This week, Wiki Education is attending the American Geophysical Union’s (AGU) annual meeting in New Orleans. At last year’s meeting, we met dozens of scientists interested in teaching students how to communicate science through Wikipedia assignments. In the year since, we’ve supported seven resulting courses as students learned how to improve Wikipedia’s coverage of geology and earth science.
In Wiki Education’s Classroom Program, we provide the toolkit students need to become contributors to the world’s most widely read online encyclopedia. For several weeks in the semester, students identify missing pieces of a Wikipedia article related to their course, research the topic, and learn how to add well-sourced information to fill in those gaps. We’ve worked with earth science courses over the years, which is why we created a guide for students editing environmental science articles.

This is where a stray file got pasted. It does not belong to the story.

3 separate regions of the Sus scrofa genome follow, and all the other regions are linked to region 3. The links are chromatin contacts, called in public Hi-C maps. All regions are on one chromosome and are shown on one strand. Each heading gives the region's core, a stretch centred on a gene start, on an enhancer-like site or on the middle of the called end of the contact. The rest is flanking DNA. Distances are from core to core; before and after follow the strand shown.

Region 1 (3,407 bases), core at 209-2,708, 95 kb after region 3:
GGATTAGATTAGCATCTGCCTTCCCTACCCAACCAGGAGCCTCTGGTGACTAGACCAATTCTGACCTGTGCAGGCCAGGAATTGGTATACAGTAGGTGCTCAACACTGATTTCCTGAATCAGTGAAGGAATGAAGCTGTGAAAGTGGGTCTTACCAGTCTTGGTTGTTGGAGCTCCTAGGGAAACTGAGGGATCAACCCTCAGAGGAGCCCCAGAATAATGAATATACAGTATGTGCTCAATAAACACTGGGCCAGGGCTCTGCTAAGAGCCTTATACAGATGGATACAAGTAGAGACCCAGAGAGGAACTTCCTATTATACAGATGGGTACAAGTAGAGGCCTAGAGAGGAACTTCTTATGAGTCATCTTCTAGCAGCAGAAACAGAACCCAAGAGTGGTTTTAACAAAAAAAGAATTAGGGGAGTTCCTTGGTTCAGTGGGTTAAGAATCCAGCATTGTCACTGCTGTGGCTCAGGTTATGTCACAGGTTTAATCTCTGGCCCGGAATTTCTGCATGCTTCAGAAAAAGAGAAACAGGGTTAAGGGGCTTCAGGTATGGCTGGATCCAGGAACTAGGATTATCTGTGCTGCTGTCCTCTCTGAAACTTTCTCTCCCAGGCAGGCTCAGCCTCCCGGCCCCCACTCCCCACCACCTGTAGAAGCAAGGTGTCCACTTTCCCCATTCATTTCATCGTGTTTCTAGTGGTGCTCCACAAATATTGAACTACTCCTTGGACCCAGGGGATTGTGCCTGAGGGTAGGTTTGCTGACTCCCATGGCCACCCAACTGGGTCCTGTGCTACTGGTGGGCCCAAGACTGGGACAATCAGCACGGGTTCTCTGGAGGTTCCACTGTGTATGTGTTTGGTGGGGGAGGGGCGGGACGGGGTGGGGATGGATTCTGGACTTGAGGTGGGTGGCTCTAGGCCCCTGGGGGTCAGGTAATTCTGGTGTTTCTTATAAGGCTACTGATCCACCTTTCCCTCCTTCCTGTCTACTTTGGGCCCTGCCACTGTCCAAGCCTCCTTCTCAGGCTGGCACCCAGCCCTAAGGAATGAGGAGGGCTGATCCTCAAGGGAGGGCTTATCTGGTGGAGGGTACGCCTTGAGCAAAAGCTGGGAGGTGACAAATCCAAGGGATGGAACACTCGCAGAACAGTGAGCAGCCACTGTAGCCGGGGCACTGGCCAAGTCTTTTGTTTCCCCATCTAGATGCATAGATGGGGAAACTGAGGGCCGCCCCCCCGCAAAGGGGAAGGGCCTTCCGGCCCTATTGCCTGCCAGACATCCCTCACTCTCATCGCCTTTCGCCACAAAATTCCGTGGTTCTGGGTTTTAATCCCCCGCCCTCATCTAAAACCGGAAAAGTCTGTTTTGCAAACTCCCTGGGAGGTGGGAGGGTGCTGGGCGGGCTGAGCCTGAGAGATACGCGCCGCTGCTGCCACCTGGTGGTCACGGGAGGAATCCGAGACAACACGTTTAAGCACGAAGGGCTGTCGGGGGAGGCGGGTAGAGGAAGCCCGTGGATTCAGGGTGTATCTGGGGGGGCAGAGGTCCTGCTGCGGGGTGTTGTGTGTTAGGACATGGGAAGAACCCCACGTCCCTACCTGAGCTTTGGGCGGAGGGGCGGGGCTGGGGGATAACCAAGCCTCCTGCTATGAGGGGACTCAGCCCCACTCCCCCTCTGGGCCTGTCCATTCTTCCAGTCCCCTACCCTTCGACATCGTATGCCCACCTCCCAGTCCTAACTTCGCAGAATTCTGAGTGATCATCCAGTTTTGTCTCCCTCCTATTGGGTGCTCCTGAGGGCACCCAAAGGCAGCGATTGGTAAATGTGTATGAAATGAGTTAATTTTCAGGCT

University students often question the purpose of their classroom assignments. The Wikipedia assignment presents opportunities to discuss student learning outcomes of a real-world assignment. Through such a project, students begin to understand the vast knowledge contained within academic silos that has yet to be disseminated to the broader public. Along the way, they realize their own agency in curbing these inequities. Students are helping combat the gender biases on Wikipedia that mimic the gender biases in STEM fields. They’re writing about geological formations and fluid dynamics and remote sensing. In the process of educating themselves, they’re creating opportunities for other future geologists who may not have access to libraries full of journal subscriptions. By learning how to channel their classroom labor to Wikipedia, they’re amplifying the impact of their own higher education.
If you’re attending AGU’s meeting this week, drop by the exhibit hall to discuss potential assignments with me. To join Wiki Education’s Classroom Program and teach students how to contribute to public knowledge in the earth sciences, visit teach.wikiedu.org or email us at firstname.lastname@example.org.